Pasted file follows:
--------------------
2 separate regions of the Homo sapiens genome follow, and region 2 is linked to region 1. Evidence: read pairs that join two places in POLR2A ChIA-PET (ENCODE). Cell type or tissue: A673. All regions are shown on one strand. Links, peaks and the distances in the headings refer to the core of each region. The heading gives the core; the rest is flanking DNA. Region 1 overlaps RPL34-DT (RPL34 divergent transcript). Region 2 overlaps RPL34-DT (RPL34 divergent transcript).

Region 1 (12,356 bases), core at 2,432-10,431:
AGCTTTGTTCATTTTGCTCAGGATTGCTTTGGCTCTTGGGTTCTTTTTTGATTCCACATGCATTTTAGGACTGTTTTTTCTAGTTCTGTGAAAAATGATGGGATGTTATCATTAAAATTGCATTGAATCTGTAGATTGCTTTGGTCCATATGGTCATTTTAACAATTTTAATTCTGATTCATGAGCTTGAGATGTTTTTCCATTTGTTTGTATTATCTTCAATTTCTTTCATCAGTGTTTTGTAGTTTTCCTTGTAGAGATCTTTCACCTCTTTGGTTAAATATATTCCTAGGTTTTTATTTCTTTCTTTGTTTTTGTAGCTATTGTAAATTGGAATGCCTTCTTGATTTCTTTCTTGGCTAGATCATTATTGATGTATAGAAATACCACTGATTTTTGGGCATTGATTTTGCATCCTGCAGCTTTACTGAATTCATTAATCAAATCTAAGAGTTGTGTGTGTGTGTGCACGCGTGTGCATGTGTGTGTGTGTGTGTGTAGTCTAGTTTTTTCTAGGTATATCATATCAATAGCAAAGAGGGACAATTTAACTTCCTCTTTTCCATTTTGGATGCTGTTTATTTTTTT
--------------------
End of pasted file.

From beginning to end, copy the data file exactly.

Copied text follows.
2 separate regions of the Homo sapiens genome follow, and region 2 is linked to region 1. Evidence: read pairs that join two places in POLR2A ChIA-PET (ENCODE). Cell type or tissue: A673. All regions are shown on one strand. Links, peaks and the distances in the headings refer to the core of each region. The heading gives the core; the rest is flanking DNA. Region 1 overlaps RPL34-DT (RPL34 divergent transcript). Region 2 overlaps RPL34-DT (RPL34 divergent transcript).

Region 1 (12,356 bases), core at 2,432-10,431:
AGCTTTGTTCATTTTGCTCAGGATTGCTTTGGCTCTTGGGTTCTTTTTTGATTCCACATGCATTTTAGGACTGTTTTTTCTAGTTCTGTGAAAAATGATGGGATGTTATCATTAAAATTGCATTGAATCTGTAGATTGCTTTGGTCCATATGGTCATTTTAACAATTTTAATTCTGATTCATGAGCTTGAGATGTTTTTCCATTTGTTTGTATTATCTTCAATTTCTTTCATCAGTGTTTTGTAGTTTTCCTTGTAGAGATCTTTCACCTCTTTGGTTAAATATATTCCTAGGTTTTTATTTCTTTCTTTGTTTTTGTAGCTATTGTAAATTGGAATGCCTTCTTGATTTCTTTCTTGGCTAGATCATTATTGATGTATAGAAATACCACTGATTTTTGGGCATTGATTTTGCATCCTGCAGCTTTACTGAATTCATTAATCAAATCTAAGAGTTGTGTGTGTGTGTGCACGCGTGTGCATGTGTGTGTGTGTGTGTGTAGTCTAGTTTTTTCTAGGTATATCATATCAATAGCAAAGAGGGACAATTTAACTTCCTCTTTTCCATTTTGGATGCTGTTTATTTTTTT